Physicists have found a way to simulate the onset of fast radio bursts

Fast radio bursts are one of the greatest cosmic mysteries of our time. They are extremely powerful but extremely short explosions of electromagnetic radiation in radio wavelengths, which discharge as much energy in milliseconds as 500 million suns.

For years, scientists have wondered what could be the cause of these brief bursts, detected in galaxies millions to billions of light-years away. Then, in April 2020, we have a very strong lead: A brief, powerful flash of radio waves from something in the Milky Way – a magnetar.

This suggests that these extremely magnetized dead stars produce at least some fast radio bursts. Now physicists have come up with a way to replicate in a lab what we think happens in the early stages of these insane explosions, according to the theory of quantum electrodynamics (QED).

“Our lab simulation is a small-scale analog of a magnetic environment,” says physicist Kenan Qu from Princeton University. “This allows us to analyze QED pair plasmas.”

A magnetar is a type of dead star called a neutron star. When a massive star reaches the end of its life, it blows away its outer material and core, no longer supported by the external pressure of nuclear fusion, collapses under its own gravity to form an ultra-dense object with a powerful magnetic field. That’s the neutron star.

Some neutron stars have an even stronger magnetic field. That’s a magnet. We don’t know how they get this way, but their magnetic fields are about 1000 times more powerful than a normal neutron star, and a quadrillion times more powerful than that of the earth.

Scientists believe that fast radio bursts are the result of the tension between the magnetic field, so powerful that it distorts the shape of the magnetar, and the internal pressure of gravity.

It is also thought that the magnetic field is responsible for transforming the matter in the space around the magnetar into a plasma composed of matter-antimatter mate. These pairs consist of a negatively charged electron and a positively charged positron, and they are thought to play a role in the emissions of the rare fast radio bursts That to repeat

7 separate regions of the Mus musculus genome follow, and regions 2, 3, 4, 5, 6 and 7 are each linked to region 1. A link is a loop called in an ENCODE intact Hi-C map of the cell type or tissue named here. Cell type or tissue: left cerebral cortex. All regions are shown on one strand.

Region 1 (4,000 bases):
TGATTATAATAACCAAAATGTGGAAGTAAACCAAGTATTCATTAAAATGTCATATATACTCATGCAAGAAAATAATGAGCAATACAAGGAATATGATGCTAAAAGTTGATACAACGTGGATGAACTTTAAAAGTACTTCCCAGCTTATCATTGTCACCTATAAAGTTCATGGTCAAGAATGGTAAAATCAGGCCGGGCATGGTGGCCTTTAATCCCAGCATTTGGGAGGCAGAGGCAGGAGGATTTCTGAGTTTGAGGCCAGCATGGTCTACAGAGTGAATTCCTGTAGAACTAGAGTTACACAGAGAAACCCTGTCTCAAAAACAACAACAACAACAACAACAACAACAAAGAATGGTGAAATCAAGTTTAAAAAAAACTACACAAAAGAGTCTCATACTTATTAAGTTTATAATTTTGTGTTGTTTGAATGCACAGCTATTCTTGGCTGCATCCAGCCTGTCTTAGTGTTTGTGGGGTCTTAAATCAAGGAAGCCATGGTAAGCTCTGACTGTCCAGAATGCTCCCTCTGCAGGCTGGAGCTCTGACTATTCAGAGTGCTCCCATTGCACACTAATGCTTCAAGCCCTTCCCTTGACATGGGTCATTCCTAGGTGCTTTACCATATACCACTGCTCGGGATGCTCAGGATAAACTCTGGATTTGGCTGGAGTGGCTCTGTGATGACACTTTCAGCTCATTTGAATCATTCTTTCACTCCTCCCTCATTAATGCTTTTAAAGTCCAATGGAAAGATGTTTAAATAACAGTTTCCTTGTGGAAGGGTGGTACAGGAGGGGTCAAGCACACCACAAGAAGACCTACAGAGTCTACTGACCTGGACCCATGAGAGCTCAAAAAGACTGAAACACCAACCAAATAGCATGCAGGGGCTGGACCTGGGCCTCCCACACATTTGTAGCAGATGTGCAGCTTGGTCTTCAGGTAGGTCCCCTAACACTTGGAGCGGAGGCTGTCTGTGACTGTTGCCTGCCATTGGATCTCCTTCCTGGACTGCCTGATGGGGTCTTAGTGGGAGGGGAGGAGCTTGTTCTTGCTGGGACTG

This plasma is called a pair plasma and it is very different from most plasma in the universe. Normal plasma consists of electrons and heavier ions. The matter-antimatter pairs in pair plasma have equal masses and spontaneously form and destroy each other. The collective behavior of pair plasmas is very different from that of normal plasmas.

Because the strength of the magnetic fields involved is so extreme, Qu and his colleagues devised a way to create paired plasmas in a lab by other means.

“Instead of simulating a strong magnetic field, we use a strong laser,” Qu explains

“It converts energy into pair plasma through so-called QED cascades. The pair plasma then shifts the laser pulse to a higher frequency. The exciting result demonstrates the prospects for creating and observing QED pair plasma in labs and allows experiments to develop theories about fast radio signals. .”

The technique involves generating a high-speed electron beam traveling at close to the speed of light. A moderately powerful laser is fired at this beam and the resulting collision creates a pair of plasma.

In addition, it slows down the resulting plasma. This could solve one of the problems found in previous experiments to create pair plasmas – observing their collective behavior.

“We think we know what laws govern their collective behavior. But until we actually produce a pair plasma in the lab that exhibits collective phenomena that we can investigate, we can’t be absolutely sure about that,” says physicist Nat Fisch from Princeton University.

“The problem is that collective behavior in pair plasmas is notoriously difficult to observe. So an important step for us was to see this as a collaborative production-observation problem, realizing that a great method of observation eases the conditions on what needs to be produced and directs us in turn to a more practical user facility.”

The observation experiment has yet to be conducted, but it provides a way to conduct these probes that were not possible before. It reduces the need for extremely powerful equipment that may be beyond our technical capabilities and budgets.

The team is currently preparing to test their ideas with a series of experiments at the SLAC National Accelerator Laboratory. This, they hope, will help them learn how magnetars generate pair plasmas, how those pair plasmas can produce rapid radio bursts, and identify what previously unknown physics might be involved.

“In a sense, what we’re doing here is the starting point of the cascade that produces radio bursts,” says physicist Sebastian Meuren from Stanford University and SLAC.

“If we could observe something like a radio burst in the lab, that would be extremely exciting. But the first part is just to observe the scattering of the electron beams, and once we do, we’ll enhance the laser intensity to to higher densities to actually see the electron-positron pairs.The idea is that our experiment will evolve over the next two years or so.

So it may take a little longer to get our answers to high-speed radio bursts. But if we’ve learned anything over the years, it’s that unraveling this fascinating mystery is well worth the wait.

The team’s paper was published in Physics of plasmas

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